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Prohibition

Vermont House Approves Bill to Make Marijuana Legal for Adults

January 4th, 2018 No Comments Matt Simon

Today, the Vermont House passed H. 511 in a 81-63 vote. Gov. Phil Scott has already pledged that he will sign the bill after it passes one more procedural vote in the Senate.

H. 511 would eliminate Vermont’s civil penalty for possessing one ounce or less of marijuana and remove penalties for possession of up to two mature marijuana plants and up to four immature plants, beginning in July. Meanwhile, a governor-appointed task force will issue a final report on how the state should tax and regulate marijuana sales and commercial cultivation by December 15, 2018.

If you are available next Tuesday, January 9, that would be a great day to visit the State House. Lt. Gov. David Zuckerman and allied reform organizations will participate in “a full day of press, advocacy and education” beginning at 10 a.m. in Room 10 of the State House. For more details, and to RSVP, check out the Facebook event page.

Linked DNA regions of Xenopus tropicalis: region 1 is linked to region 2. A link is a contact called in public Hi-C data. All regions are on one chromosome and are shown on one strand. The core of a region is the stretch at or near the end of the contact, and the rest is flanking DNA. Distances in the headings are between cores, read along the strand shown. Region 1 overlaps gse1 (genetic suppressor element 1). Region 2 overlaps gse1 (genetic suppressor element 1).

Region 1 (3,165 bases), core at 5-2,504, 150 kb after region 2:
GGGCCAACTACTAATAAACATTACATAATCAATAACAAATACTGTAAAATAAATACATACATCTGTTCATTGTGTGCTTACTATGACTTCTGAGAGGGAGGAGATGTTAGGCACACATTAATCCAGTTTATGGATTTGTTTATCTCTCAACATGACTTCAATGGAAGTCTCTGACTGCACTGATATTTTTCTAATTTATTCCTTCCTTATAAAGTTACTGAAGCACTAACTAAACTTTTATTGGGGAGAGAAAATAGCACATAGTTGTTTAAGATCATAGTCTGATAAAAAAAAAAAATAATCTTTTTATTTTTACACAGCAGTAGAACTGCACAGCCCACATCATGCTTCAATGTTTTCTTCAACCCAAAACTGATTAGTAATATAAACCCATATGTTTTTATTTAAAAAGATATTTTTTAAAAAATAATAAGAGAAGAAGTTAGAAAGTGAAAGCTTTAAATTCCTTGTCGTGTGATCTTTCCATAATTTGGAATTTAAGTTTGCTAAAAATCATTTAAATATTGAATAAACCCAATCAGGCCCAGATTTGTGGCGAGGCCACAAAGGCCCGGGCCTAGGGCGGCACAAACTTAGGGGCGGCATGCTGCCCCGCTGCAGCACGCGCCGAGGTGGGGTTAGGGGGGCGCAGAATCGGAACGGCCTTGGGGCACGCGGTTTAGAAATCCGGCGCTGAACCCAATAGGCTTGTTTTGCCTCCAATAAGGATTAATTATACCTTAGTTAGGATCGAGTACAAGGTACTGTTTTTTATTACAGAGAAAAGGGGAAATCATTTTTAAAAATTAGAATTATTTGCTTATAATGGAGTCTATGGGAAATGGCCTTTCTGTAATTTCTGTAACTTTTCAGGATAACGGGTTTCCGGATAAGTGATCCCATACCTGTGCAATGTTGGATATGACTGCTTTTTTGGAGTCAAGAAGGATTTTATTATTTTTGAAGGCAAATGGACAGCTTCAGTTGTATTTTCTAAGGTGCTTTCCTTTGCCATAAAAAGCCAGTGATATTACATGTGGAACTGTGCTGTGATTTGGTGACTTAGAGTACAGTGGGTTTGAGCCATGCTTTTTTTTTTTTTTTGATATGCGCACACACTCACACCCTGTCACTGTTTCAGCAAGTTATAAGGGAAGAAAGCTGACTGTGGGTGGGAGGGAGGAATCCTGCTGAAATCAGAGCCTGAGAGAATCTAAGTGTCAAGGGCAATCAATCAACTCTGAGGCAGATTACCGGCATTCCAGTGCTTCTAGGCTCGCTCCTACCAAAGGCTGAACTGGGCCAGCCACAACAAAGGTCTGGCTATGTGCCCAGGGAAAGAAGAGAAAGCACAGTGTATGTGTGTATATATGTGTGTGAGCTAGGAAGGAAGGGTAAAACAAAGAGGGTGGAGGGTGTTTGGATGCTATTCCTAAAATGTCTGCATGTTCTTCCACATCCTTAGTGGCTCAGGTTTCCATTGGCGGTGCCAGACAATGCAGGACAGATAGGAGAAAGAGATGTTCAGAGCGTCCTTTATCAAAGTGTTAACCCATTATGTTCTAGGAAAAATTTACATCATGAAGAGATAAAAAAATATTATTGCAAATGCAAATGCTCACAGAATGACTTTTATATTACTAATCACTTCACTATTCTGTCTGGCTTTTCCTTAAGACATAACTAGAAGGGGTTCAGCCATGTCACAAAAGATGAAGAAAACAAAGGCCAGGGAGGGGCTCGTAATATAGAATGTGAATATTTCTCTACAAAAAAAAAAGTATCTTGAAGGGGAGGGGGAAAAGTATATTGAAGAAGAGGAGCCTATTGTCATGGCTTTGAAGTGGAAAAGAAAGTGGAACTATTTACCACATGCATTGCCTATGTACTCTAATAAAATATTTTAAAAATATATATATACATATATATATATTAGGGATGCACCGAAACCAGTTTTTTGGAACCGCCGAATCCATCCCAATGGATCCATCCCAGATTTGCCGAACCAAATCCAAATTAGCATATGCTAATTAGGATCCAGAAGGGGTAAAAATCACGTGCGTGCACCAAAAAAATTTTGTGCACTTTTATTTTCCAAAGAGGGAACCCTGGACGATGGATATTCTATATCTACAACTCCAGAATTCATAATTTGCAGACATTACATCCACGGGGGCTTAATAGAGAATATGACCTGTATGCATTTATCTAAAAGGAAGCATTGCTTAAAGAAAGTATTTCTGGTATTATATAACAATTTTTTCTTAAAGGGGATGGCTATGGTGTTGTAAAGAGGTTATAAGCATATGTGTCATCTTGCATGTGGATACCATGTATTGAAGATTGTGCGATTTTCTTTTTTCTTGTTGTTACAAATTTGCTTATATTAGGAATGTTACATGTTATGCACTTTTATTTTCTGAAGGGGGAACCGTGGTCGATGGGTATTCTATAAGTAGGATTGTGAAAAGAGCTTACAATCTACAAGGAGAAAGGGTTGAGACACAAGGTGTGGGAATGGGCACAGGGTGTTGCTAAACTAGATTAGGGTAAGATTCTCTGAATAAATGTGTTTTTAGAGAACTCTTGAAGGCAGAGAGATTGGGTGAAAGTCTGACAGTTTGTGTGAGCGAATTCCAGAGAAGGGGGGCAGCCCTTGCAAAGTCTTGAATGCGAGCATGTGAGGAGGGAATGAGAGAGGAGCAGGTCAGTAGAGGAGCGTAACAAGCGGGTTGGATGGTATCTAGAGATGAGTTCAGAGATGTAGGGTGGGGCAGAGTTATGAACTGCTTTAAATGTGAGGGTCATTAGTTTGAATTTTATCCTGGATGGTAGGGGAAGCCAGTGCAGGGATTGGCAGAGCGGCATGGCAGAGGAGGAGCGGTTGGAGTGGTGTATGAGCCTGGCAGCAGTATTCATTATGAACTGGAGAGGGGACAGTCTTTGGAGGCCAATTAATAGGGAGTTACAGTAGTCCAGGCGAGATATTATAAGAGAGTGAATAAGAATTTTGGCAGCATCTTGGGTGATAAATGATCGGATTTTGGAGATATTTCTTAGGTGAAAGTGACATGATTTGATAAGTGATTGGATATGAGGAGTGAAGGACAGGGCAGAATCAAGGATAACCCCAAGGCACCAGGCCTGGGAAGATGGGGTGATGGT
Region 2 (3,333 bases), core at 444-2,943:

Tuesday may also be the day the Senate passes H. 511.

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Prohibition

Attorney General Rescinds DOJ Marijuana Policy Guidelines

January 4th, 2018 38 Comments Marijuana Policy Project

Attorney General Jeff Sessions has rescinded the Department of Justice policy that directed federal law enforcement not to target individuals or businesses that are in compliance with state law.

In a memo to federal prosecutors dated January 4, Sessions said, “In deciding which marijuana activities to prosecute under these laws with the Department’s finite resources, prosecutors should follow the well-established principles that govern all federal prosecutions. …. Given the Department’s well-established general principles, previous nationwide guidance specific to marijuana enforcement is unnecessary and is rescinded, effective immediately.”

From August 2013 until yesterday, the Department of Justice policy had been not to enforce federal marijuana laws against individuals or businesses in states that are complying with state medical or adult-use marijuana laws, provided that one of eight federal priorities is not implicated. A Department of Justice task force subcommittee on marijuana policy recommended in August that the policy described in the 2013 Cole memo be maintained going forward.

MPP’s Matthew Schweich made the following statement in a press release: